Warham St Leger

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Sir Warham St Leger PC (Ire) (c.1525 – 1597) was an English soldier, administrator, and politician, who sat in the Irish House of Commons in the Parliament of 1585–1586.

Contents

Birth and origins

Warham was probably born in 1525 in England, the second son of Sir Anthony St Leger and his wife Agnes Warham. His father would be appointed Lord Deputy of Ireland in 1540. His father's family was from Ulcombe, Kent. His mother was a daughter of Sir Hugh Warham, a brother of William Warham, archbishop of Canterbury.

Family tree
Warham St Leger with his two wives, his parents, and other selected relatives. [lower-alpha 1]
Ralph
St Lger

d. 1519
Anthony
St Leger

c. 1496 – 1559
Lord Deputy
Agnes
Warham
William
St Leger

d.v.p.*
Ursula
Neville

d. 1575
Warham
St Leger

c. 1525 – 1597
Emmeline
Goldwell
d. 1628
Warham
St Leger

d. 1600
Anthony
St Leger

d. 1603
Walter
St Leger
William
St Leger

1586–1642
President
of Munster
Legend
XXXSubject of
the article
*d.v.p. = predeceased his father (decessit vita patris)

Early life

His father disinherited his eldest brother William due to his dissolute lifestyle; the third brother, Anthony, would be made Master of the Rolls in Ireland in 1593. Warham served in Protector Somerset's invasion of Scotland in 1547 as he was a prisoner there until January 1550, when he was ransomed. In 1553 he fought against supporters of Wyatt's rebellion in Kent, and he may have served in Ireland under his father during Mary's reign. About 1559 he was named a commissioner to transfer to England John Bale's manuscripts and books. In 1560 he was High Sheriff of Kent. He was soon a member of the Privy Council of Ireland, and in July 1565 he was knighted. Queen Elizabeth had decided to establish a presidential government in Munster, and in January 1566 St Leger was nominated President of Munster, but locally by Sir Henry Sidney, the Lord Deputy of Ireland; he received instructions dated 1 February, and in the following month was given command of all the levies in Munster. Elizabeth, however, refused to confirm St Leger's appointment. The reason was that St Leger was a bitter enemy of Thomas Butler, 10th Earl of Ormond, who was a cousin of the Queen on the Boleyn side of her family, and correspondingly friendly with Gerald FitzGerald, 14th Earl of Desmond; and the queen accused St Leger of lukewarmness in arresting Desmond early in 1565. St Leger was consequently recalled, and in November 1568 Sir John Perrot became president of Munster.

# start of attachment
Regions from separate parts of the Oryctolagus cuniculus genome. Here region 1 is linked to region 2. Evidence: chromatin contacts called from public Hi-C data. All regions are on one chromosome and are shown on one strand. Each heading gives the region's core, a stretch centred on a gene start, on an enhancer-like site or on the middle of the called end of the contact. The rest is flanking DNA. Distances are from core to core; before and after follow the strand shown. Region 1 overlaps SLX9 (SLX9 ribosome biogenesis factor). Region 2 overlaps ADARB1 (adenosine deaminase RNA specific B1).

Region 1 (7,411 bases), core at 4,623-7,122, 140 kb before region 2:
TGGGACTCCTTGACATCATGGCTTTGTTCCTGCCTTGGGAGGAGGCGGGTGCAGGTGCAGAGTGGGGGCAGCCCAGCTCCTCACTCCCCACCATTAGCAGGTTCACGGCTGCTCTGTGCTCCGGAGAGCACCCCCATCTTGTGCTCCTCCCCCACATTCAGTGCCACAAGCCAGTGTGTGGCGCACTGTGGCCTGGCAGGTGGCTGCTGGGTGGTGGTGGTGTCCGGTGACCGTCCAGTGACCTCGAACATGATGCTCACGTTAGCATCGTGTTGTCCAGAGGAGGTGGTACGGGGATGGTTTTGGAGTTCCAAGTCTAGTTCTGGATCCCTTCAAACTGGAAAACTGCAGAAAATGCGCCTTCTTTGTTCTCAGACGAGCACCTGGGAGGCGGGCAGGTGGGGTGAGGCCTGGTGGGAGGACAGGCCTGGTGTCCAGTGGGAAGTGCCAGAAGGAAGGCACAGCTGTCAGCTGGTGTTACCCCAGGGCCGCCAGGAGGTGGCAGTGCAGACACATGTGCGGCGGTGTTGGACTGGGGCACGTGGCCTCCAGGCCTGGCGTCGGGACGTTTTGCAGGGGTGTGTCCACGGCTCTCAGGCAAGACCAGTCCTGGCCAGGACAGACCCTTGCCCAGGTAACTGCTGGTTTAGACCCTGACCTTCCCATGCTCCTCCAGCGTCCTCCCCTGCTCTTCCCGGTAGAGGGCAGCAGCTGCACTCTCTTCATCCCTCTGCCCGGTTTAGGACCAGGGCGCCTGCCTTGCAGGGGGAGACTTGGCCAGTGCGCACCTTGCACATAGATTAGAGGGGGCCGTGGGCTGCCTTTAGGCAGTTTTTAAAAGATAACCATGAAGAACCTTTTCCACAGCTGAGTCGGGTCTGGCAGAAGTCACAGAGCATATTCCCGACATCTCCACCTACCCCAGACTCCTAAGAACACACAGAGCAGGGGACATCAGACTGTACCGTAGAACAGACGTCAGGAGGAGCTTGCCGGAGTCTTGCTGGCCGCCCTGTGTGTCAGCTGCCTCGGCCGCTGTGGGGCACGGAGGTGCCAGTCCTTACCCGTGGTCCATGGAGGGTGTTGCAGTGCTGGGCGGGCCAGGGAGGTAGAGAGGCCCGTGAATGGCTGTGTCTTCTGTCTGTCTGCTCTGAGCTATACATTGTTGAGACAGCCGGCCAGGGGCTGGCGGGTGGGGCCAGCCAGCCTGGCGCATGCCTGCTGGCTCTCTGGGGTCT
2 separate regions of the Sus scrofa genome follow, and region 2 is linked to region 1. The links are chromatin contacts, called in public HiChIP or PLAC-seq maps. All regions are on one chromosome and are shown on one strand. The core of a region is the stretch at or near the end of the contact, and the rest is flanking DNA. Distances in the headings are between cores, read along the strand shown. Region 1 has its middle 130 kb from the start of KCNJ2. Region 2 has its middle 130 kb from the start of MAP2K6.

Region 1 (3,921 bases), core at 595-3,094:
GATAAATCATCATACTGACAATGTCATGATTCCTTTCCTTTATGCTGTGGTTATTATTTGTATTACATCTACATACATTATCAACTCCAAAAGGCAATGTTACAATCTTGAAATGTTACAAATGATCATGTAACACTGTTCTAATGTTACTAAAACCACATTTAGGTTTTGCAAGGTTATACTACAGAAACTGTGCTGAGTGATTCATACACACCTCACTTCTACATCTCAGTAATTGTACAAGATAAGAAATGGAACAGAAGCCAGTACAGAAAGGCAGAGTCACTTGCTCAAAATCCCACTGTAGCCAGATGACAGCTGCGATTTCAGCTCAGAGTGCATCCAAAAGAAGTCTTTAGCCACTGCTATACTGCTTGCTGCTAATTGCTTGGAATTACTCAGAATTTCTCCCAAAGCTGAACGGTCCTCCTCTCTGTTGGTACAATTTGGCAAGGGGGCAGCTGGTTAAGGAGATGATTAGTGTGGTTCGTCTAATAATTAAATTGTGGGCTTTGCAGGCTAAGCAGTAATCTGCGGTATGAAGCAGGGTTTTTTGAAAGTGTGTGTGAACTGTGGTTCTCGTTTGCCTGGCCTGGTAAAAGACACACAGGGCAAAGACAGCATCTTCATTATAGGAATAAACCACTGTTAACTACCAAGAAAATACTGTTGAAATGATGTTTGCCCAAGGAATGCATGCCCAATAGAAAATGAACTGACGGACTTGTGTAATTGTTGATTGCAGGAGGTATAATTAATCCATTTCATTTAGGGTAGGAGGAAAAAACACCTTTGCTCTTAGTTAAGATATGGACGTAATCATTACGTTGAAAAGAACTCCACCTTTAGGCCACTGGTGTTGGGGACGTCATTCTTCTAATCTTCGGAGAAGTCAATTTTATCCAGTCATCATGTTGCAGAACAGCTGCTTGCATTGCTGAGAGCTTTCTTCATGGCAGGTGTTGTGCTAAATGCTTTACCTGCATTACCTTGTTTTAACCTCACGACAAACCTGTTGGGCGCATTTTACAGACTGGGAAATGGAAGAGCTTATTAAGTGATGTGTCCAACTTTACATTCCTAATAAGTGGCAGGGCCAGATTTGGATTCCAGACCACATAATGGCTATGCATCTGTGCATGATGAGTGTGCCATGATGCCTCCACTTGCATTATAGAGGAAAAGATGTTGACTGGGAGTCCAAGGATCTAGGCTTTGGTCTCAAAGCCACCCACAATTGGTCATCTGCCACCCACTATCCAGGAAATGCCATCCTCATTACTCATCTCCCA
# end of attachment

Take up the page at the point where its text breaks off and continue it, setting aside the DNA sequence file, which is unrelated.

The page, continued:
First marriage and children

Probably about 1550 St Leger married firstly Ursula Neville (d. 1575). [3] She was the fifth and youngest daughter of George Neville, 5th Baron Bergavenny, by his third wife, Mary Stafford, youngest daughter of Edward Stafford, 3rd Duke of Buckingham.

Warham and Ursula had five sons and four daughters, including: [4] [5]

Various offices

His father died in 1559 and Warham inherited. He gave his brother William the manors of Bilsington and Belgar in Kent as a gest of goodwill. [10]

In 1569 St Leger returned to England, residing at his house in Southwark or at Leeds Castle, Kent, and serving as High Sheriff of Kent for 1560. There from 1570 to 1572 he had custody of Desmond and his family (see Desmond Rebellions). He left his wife at Carrigaline, County Cork, a manor he held from Desmond; during his absence it was ravaged by the rebels.

Second marriage and child

By 1577 St Leger married secondly Emmeline Goldwell (d. 1628), [11] by whom he had a son Walter, [12] who obtained his father's Irish property. Emmeline died in London in 1628, and was buried in the church of St Dunstan-in-the-East.

Late life and death